Judicial panel in Nigeria probes police abuse, killing of protesters
A judicial panel investigating police brutality in Nigeria and the recent shooting of unarmed protesters in the country’s financial hub of Lagos has convened for the first time, as demands for accountability grow.
The establishment of an independent body to oversee the investigation and persecution of all reported cases of police misconduct has been one of the main demands of peaceful demonstrators who this month took to the streets across Nigeria to protest against police violence and call for sweeping reforms.
On October 20, nearly two weeks into the protests, witnesses and rights groups said soldiers opened fire on demonstrators gathered at a toll gate in Lekki, an upmarket area of Lagos.
The military denied its involvement in the attack but Amnesty International said 12 people were killed in Lekki and Alausa, another area of Lagos, by soldiers and police.
“How the government handles the Lekki shooting incident would go a long way in assuaging the concerns of many Nigerians,” Lagos resident Ignatius Preye, who took part in the protests against police brutality, told Al Jazeera.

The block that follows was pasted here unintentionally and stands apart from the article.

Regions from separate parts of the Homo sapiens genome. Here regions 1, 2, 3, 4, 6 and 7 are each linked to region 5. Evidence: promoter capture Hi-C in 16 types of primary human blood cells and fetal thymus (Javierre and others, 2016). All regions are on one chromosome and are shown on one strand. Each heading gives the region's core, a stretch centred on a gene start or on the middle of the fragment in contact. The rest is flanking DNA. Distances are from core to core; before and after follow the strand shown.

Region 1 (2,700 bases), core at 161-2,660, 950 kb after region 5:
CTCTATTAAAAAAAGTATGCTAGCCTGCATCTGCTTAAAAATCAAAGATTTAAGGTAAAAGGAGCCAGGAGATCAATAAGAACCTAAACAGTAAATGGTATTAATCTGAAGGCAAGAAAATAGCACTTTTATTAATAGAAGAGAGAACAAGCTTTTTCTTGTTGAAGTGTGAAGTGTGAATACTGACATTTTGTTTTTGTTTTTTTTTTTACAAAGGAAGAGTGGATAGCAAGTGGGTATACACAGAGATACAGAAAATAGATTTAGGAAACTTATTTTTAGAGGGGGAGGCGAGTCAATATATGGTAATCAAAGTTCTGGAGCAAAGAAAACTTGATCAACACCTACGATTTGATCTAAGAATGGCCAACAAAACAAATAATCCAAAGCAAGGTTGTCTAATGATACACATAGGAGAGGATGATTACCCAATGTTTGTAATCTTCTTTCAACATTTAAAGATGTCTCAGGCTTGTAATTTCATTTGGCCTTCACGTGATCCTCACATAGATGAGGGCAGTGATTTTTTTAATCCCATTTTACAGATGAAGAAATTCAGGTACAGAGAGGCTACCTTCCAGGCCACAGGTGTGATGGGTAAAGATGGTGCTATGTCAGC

The panel in Lagos, which has a six-month mandate, has so far received 15 complaints which are all unrelated to the shooting in Lekki, according to reports.
At least five other states have also set up similar panels of inquiry to investigate abuses by the police, with more states indicating interest to follow suit.
The demonstrations began early this month with calls for Nigeria’s government to shut down the Special Anti-Robbery Squad, a notorious police unit known as SARS.
The squad was launched to fight crime but it carried out torture and killings, according to Amnesty International.
The #EndSARS campaign spread across the country and Buhari’s government announced it would disband the SARS unit.
The protest persisted with demonstrators calling for more widespread reforms of the police and an end to corruption.